Trump's move to cut WHO funding prompts world condemnation
UN health agency 'needed more than ever,' says EU foreign policy chief
Countries around the world reacted with alarm Wednesday after President Donald Trump announced a halt to the sizable funding the United States sends to the World Health Organization. Health experts warned the move could jeopardize global efforts to stop the COVID-19 pandemic, as the United States is the organization's largest single donor.
"We regret the decision of the president of the United States to order a halt in the funding to the WHO," director-general Tedros Adhanom Ghebreyesus said Wednesday at a news briefing.
He went on to say that the organization will assess what impact the withdrawal will have on their work, and then "try to fill any gaps with partners."
Trump has repeatedly labelled COVID-19 the "Chinese virus" and criticized the UN health agency for being too lenient on China, where the novel virus first emerged late last year.
Outside experts have questioned China's reported infections and deaths from the virus, calling them way too low and unreliable. An investigation by The Associated Press has found that six days of delays between when Chinese officials knew about the virus and when they warned the public allowed the pandemic to bloom into a public health disaster.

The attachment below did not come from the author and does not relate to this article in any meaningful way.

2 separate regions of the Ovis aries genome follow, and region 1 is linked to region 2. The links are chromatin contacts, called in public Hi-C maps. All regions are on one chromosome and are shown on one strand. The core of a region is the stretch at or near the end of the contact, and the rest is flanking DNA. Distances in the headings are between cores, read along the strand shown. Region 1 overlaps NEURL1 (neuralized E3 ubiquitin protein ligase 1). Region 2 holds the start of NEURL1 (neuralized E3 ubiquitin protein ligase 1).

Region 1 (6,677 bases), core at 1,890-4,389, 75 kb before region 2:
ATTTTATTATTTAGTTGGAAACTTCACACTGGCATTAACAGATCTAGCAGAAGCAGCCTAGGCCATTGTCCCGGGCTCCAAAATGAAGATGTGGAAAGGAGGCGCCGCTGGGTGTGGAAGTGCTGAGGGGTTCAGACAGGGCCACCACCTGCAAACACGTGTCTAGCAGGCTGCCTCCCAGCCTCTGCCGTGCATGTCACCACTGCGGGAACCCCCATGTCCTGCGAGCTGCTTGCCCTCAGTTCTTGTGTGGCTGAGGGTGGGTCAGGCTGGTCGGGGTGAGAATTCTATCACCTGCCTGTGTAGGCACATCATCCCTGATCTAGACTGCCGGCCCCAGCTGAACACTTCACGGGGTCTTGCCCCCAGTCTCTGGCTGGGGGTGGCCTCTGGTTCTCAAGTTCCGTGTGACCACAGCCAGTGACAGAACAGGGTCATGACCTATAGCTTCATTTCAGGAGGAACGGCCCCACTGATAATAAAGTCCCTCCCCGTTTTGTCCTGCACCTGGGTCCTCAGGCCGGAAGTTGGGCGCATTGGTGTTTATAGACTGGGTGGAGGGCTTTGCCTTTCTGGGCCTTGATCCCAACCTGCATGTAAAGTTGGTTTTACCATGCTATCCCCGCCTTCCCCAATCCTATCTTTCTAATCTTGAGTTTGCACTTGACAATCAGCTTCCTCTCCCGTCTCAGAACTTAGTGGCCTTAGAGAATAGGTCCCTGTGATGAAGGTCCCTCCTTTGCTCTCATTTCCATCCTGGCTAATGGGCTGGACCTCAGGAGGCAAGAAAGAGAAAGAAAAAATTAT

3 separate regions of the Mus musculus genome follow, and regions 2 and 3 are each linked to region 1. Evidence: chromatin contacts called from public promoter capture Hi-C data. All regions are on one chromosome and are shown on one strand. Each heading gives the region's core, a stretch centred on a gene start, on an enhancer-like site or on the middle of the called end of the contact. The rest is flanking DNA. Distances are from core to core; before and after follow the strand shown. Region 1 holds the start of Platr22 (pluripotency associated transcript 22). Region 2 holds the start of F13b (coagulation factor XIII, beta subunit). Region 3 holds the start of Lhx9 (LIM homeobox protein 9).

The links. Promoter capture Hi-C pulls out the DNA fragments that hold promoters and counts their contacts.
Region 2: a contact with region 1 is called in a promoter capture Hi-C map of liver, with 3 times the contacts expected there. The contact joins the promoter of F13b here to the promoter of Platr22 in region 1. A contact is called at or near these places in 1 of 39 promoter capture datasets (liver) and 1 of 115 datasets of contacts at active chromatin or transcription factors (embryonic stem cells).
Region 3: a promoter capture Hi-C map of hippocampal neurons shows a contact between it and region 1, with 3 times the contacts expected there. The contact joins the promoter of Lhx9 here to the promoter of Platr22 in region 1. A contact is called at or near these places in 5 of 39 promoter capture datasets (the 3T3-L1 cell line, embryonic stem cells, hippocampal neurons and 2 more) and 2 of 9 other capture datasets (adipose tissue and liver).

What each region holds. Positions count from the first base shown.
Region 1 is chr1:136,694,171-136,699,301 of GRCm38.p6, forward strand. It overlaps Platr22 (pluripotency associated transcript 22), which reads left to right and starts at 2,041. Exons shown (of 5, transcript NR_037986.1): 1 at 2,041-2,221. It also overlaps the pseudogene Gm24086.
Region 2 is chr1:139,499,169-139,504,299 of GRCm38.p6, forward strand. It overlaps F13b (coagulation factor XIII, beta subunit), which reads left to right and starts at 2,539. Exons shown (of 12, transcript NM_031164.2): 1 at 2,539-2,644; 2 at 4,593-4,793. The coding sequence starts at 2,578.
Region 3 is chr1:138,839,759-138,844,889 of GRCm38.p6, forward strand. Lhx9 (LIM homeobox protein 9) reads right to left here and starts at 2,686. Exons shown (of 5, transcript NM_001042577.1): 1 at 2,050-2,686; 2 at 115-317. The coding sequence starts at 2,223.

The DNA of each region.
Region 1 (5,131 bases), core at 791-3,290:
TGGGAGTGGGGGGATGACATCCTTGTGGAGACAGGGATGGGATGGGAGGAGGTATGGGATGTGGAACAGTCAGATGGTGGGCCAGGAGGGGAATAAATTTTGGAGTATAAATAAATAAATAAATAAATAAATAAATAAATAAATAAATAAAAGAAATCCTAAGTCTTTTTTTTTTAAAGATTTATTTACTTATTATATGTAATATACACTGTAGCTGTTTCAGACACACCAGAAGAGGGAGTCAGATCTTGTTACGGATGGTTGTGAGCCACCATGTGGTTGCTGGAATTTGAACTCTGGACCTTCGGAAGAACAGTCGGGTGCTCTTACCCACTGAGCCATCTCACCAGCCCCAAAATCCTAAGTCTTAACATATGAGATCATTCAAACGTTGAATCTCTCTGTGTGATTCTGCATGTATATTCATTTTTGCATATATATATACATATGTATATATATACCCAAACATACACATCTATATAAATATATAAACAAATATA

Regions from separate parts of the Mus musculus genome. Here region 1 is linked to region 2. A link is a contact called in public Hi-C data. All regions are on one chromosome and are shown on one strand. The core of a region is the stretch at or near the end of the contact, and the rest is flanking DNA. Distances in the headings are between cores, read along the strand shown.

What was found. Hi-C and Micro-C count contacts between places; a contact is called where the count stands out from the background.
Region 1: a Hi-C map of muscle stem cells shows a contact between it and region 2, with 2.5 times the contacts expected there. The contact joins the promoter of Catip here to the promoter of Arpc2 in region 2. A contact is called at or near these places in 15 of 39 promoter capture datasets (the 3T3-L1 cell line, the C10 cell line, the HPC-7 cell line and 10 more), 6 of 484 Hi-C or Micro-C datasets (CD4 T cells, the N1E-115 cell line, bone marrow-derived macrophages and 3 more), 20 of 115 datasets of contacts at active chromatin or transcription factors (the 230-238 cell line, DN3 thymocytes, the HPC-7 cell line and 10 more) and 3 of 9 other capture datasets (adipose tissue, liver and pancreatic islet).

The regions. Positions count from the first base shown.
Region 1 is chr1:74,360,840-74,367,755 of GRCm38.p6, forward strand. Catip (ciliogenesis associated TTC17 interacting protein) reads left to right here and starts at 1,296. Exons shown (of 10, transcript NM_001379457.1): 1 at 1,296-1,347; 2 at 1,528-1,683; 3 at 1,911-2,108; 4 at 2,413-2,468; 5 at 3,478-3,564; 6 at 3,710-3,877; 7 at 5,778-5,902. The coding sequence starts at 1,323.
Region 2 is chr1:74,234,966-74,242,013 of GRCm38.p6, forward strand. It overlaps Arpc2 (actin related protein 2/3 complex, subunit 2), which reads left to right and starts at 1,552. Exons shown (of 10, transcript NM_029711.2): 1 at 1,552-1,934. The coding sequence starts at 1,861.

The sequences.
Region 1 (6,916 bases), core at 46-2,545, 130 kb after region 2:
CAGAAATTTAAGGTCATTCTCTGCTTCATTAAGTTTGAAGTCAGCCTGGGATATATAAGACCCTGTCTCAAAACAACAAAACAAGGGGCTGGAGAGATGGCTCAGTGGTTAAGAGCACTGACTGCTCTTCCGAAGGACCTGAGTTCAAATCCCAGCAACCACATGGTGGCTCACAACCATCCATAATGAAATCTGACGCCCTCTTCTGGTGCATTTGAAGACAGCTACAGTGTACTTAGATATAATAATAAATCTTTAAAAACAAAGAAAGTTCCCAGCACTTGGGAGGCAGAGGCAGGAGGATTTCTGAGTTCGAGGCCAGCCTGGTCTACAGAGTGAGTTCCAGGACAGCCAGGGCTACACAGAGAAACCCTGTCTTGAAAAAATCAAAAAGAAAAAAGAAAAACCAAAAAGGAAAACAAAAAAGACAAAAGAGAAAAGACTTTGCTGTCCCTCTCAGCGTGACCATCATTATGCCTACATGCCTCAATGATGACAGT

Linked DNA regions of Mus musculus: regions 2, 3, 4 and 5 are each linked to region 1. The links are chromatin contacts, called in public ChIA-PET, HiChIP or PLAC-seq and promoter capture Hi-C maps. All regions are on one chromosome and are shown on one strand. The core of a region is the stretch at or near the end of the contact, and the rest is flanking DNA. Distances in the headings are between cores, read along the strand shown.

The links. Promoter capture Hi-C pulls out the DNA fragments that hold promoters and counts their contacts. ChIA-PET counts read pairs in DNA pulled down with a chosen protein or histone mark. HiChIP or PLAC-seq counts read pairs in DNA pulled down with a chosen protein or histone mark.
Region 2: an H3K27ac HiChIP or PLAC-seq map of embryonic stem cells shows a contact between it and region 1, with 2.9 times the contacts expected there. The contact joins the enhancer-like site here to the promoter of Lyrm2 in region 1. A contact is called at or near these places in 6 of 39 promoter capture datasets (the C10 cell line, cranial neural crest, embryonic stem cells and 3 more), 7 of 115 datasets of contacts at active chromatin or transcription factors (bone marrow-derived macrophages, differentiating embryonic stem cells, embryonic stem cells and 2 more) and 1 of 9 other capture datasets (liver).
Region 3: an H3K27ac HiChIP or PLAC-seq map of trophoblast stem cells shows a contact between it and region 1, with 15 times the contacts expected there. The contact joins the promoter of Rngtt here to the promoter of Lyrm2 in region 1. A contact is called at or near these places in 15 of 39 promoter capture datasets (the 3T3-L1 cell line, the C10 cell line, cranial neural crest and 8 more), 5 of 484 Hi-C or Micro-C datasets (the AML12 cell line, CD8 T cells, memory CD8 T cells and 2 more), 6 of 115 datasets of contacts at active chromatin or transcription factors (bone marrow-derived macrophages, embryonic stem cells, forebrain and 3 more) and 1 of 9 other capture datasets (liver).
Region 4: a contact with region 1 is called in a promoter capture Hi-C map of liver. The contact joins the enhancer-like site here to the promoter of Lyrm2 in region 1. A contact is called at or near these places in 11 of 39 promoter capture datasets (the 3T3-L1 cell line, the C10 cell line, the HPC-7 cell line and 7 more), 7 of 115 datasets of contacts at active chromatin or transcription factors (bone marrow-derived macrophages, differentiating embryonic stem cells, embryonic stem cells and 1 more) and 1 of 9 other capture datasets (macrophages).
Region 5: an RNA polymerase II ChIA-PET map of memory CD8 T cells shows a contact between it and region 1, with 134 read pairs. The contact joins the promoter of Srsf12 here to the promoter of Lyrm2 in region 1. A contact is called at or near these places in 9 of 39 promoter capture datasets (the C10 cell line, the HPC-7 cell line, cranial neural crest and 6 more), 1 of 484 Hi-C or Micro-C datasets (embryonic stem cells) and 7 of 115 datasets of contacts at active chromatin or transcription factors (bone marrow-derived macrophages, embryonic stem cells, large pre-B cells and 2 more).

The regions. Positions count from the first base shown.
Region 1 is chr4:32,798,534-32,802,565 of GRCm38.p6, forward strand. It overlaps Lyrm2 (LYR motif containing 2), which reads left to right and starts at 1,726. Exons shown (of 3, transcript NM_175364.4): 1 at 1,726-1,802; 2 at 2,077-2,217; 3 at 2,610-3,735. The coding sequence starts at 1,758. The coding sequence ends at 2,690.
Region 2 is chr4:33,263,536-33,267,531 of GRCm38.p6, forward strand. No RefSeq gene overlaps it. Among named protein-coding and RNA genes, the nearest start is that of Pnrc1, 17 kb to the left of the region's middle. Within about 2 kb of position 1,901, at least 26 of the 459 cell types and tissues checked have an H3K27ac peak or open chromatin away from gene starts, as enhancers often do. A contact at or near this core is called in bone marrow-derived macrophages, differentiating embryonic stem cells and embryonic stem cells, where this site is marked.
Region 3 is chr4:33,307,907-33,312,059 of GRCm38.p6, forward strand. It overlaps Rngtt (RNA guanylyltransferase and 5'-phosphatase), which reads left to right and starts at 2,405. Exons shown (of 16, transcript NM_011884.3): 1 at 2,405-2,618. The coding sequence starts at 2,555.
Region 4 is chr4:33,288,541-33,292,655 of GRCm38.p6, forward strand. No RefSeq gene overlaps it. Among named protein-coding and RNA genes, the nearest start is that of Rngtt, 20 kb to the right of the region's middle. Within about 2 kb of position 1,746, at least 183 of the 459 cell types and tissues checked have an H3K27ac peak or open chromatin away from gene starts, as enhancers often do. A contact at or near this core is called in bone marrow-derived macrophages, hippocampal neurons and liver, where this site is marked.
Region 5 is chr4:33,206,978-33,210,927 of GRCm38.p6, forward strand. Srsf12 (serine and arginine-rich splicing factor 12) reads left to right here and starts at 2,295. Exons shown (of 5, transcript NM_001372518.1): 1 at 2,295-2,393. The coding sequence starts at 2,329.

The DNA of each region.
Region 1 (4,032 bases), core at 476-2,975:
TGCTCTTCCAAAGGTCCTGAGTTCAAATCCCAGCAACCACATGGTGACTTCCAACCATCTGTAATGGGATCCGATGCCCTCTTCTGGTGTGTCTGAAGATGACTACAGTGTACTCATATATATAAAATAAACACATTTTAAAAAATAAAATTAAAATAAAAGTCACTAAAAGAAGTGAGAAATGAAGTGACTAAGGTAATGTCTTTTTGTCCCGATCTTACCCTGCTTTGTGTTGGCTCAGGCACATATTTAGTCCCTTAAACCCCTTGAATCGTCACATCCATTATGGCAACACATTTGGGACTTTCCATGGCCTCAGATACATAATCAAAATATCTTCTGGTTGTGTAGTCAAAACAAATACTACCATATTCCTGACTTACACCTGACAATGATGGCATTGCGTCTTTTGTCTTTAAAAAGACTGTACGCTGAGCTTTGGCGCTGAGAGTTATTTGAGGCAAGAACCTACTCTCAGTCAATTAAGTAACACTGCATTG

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The European Union on Wednesday said Trump has "no reason" to freeze WHO funding at this critical stage and called for measures to promote unity instead of division. EU foreign policy chief Josep Borrell said the 27-nation bloc "deeply" regrets the suspension of funds, adding that the UN health agency is "needed more than ever" to combat the pandemic.
"Only by joining forces can we overcome this crisis that knows no borders," said Borrell.
Australian Prime Minister Scott Morrison said he sympathized with Trump's criticisms of the WHO, especially its "unfathomable" support of reopening China's "wet markets," where both live and freshly slaughtered animals are sold.
"That said, the WHO, as an organization, does a lot of important work including here in our region in the Pacific and we work closely with them," Morrison told an Australian radio station.
"We are not going to throw the baby out with the bathwater here, but they are also not immune from criticism."
New Zealand Prime Minister Jacinda Ardern said WHO was essential to tackling the pandemic.
"At a time like this, when we need to be sharing information and we need to have advice we can rely on, the WHO has provided that," she said. "We will continue to support it and continue to make our contributions."
Germany's foreign minister, Heiko Maas, similarly pushed back, writing on Twitter that "placing blame doesn't help," as "the virus knows no borders."
The Netherlands also threw its support behind WHO.
"Now is not the time to hold back funding. Once the pandemic is under control, lessons can be learned. For now, focus on overcoming this crisis," Sigrid Kaag, minister for foreign trade and development cooperation, said on Twitter.
Devi Sridhar, chair of global public health at the University of Edinburgh, called Trump's decision "extremely problematic," noting that the chronically underfunded WHO is leading efforts to help developing countries fight the spread of COVID-19.